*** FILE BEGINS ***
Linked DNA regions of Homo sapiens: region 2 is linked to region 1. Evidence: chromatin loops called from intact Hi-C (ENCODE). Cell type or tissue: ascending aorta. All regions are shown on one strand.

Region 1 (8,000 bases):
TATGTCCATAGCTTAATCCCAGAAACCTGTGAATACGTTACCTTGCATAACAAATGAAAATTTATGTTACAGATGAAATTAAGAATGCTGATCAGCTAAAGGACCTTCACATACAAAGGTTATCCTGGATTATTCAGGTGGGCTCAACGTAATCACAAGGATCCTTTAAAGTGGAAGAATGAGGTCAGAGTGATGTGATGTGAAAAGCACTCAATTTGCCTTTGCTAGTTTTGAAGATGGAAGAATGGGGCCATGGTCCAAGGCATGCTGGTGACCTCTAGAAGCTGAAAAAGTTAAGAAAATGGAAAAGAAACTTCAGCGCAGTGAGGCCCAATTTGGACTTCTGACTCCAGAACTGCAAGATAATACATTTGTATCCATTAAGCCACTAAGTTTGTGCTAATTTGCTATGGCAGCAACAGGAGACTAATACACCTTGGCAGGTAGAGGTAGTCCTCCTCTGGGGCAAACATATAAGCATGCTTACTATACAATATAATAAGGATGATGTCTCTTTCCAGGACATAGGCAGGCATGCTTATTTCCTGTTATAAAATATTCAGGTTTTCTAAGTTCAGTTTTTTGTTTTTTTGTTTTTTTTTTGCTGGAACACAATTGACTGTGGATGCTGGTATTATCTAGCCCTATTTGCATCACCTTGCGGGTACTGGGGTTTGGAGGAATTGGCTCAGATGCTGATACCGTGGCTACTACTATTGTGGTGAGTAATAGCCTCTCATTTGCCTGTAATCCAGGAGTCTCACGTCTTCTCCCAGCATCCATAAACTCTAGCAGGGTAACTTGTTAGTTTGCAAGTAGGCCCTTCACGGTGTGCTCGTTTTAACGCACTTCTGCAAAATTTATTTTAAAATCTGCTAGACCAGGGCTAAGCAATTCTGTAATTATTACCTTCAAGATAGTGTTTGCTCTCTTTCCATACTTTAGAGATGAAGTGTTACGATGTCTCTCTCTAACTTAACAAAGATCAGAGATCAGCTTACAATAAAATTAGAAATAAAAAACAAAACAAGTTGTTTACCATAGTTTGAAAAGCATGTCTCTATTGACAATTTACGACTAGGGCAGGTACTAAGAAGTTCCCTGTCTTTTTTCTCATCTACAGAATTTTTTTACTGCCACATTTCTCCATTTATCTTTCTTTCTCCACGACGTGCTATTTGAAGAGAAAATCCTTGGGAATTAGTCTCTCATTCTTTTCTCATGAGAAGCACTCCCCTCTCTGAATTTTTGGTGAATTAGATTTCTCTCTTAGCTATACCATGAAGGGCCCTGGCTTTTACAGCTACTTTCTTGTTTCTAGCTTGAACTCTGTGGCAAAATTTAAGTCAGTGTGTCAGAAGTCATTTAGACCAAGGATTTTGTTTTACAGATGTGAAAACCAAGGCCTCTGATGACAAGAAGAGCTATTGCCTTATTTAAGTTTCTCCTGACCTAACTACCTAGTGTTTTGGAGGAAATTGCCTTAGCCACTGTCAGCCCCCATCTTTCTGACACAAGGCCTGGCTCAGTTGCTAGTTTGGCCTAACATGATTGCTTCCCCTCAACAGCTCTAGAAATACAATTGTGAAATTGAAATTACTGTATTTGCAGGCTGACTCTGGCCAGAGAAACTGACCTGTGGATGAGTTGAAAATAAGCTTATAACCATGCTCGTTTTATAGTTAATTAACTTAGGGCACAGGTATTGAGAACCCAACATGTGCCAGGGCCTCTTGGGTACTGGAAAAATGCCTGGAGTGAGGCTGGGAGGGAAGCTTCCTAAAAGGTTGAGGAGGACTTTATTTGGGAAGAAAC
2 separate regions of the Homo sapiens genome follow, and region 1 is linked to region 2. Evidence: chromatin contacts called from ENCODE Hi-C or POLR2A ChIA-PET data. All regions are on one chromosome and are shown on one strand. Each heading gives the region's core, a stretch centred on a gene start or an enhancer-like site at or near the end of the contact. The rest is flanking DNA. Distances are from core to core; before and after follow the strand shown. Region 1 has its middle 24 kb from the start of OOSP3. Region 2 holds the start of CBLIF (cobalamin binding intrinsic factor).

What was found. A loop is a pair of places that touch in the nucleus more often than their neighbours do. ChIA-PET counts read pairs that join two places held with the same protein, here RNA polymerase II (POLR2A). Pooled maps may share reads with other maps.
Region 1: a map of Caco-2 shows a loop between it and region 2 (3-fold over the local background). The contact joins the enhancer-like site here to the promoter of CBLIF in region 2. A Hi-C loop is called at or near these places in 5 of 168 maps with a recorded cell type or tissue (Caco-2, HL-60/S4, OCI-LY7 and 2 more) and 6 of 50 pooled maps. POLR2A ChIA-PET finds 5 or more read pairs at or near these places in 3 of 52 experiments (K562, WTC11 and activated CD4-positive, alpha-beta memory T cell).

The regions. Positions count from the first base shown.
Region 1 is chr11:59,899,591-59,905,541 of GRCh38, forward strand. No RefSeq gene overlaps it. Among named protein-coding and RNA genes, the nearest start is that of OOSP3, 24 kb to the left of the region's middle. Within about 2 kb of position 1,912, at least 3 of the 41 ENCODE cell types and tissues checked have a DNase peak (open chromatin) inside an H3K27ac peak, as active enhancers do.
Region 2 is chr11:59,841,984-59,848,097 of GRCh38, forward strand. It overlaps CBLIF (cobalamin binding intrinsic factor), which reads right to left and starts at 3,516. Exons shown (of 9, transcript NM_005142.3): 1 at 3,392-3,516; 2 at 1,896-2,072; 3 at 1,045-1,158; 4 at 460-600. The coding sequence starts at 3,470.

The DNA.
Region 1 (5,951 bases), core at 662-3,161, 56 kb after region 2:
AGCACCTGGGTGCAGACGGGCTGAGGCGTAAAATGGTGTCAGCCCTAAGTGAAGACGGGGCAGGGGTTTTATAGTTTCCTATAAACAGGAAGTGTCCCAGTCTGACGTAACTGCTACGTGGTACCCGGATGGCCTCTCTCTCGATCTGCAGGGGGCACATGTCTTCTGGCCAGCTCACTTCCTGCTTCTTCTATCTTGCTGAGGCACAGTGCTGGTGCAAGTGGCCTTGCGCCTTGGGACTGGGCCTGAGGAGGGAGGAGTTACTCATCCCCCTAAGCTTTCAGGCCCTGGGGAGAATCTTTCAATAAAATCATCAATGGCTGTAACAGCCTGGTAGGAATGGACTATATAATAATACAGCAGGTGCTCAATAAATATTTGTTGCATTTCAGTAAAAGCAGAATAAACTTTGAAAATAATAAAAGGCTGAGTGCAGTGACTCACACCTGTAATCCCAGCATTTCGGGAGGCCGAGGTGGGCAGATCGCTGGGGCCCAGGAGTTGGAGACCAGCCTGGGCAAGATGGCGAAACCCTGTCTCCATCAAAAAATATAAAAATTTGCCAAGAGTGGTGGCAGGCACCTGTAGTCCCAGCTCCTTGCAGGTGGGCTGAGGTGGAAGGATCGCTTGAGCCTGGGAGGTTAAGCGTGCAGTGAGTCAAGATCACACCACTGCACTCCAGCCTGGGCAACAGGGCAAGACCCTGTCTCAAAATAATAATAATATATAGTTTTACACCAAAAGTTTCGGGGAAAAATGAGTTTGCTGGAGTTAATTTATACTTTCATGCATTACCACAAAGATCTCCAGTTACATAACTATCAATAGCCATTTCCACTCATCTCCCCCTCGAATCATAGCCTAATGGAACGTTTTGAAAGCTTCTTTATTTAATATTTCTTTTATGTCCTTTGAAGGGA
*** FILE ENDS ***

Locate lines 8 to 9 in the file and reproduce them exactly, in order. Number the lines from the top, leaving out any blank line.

Region 1 is chr11:59,899,591-59,905,541 of GRCh38, forward strand. No RefSeq gene overlaps it. Among named protein-coding and RNA genes, the nearest start is that of OOSP3, 24 kb to the left of the region's middle. Within about 2 kb of position 1,912, at least 3 of the 41 ENCODE cell types and tissues checked have a DNase peak (open chromatin) inside an H3K27ac peak, as active enhancers do.
Region 2 is chr11:59,841,984-59,848,097 of GRCh38, forward strand. It overlaps CBLIF (cobalamin binding intrinsic factor), which reads right to left and starts at 3,516. Exons shown (of 9, transcript NM_005142.3): 1 at 3,392-3,516; 2 at 1,896-2,072; 3 at 1,045-1,158; 4 at 460-600. The coding sequence starts at 3,470.